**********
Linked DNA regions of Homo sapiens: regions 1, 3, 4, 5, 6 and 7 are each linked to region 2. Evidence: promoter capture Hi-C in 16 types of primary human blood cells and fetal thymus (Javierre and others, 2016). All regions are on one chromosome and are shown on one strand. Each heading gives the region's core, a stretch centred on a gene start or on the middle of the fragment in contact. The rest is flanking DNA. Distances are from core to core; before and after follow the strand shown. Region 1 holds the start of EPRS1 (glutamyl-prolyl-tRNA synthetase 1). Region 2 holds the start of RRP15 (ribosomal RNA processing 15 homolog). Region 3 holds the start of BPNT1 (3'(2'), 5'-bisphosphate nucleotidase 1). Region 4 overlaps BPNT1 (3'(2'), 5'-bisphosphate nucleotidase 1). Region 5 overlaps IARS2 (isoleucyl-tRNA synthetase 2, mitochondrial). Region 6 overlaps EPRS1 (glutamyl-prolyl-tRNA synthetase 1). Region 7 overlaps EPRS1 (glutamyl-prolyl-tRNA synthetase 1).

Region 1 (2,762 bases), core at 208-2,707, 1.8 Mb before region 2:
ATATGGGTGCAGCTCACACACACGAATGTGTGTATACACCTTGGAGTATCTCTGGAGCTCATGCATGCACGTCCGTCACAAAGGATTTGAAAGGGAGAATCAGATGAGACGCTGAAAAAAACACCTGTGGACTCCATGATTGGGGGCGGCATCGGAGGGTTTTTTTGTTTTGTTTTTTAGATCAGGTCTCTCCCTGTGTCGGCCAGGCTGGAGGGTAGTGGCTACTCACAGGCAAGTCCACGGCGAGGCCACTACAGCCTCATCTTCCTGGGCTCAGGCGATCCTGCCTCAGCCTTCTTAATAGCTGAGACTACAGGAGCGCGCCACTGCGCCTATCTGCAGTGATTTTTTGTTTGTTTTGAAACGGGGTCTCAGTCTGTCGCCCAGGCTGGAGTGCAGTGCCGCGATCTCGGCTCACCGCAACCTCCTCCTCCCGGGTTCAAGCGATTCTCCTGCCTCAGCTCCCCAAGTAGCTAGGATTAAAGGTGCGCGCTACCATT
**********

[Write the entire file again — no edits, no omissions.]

Linked DNA regions of Homo sapiens: regions 1, 3, 4, 5, 6 and 7 are each linked to region 2. Evidence: promoter capture Hi-C in 16 types of primary human blood cells and fetal thymus (Javierre and others, 2016). All regions are on one chromosome and are shown on one strand. Each heading gives the region's core, a stretch centred on a gene start or on the middle of the fragment in contact. The rest is flanking DNA. Distances are from core to core; before and after follow the strand shown. Region 1 holds the start of EPRS1 (glutamyl-prolyl-tRNA synthetase 1). Region 2 holds the start of RRP15 (ribosomal RNA processing 15 homolog). Region 3 holds the start of BPNT1 (3'(2'), 5'-bisphosphate nucleotidase 1). Region 4 overlaps BPNT1 (3'(2'), 5'-bisphosphate nucleotidase 1). Region 5 overlaps IARS2 (isoleucyl-tRNA synthetase 2, mitochondrial). Region 6 overlaps EPRS1 (glutamyl-prolyl-tRNA synthetase 1). Region 7 overlaps EPRS1 (glutamyl-prolyl-tRNA synthetase 1).

Region 1 (2,762 bases), core at 208-2,707, 1.8 Mb before region 2:
ATATGGGTGCAGCTCACACACACGAATGTGTGTATACACCTTGGAGTATCTCTGGAGCTCATGCATGCACGTCCGTCACAAAGGATTTGAAAGGGAGAATCAGATGAGACGCTGAAAAAAACACCTGTGGACTCCATGATTGGGGGCGGCATCGGAGGGTTTTTTTGTTTTGTTTTTTAGATCAGGTCTCTCCCTGTGTCGGCCAGGCTGGAGGGTAGTGGCTACTCACAGGCAAGTCCACGGCGAGGCCACTACAGCCTCATCTTCCTGGGCTCAGGCGATCCTGCCTCAGCCTTCTTAATAGCTGAGACTACAGGAGCGCGCCACTGCGCCTATCTGCAGTGATTTTTTGTTTGTTTTGAAACGGGGTCTCAGTCTGTCGCCCAGGCTGGAGTGCAGTGCCGCGATCTCGGCTCACCGCAACCTCCTCCTCCCGGGTTCAAGCGATTCTCCTGCCTCAGCTCCCCAAGTAGCTAGGATTAAAGGTGCGCGCTACCATT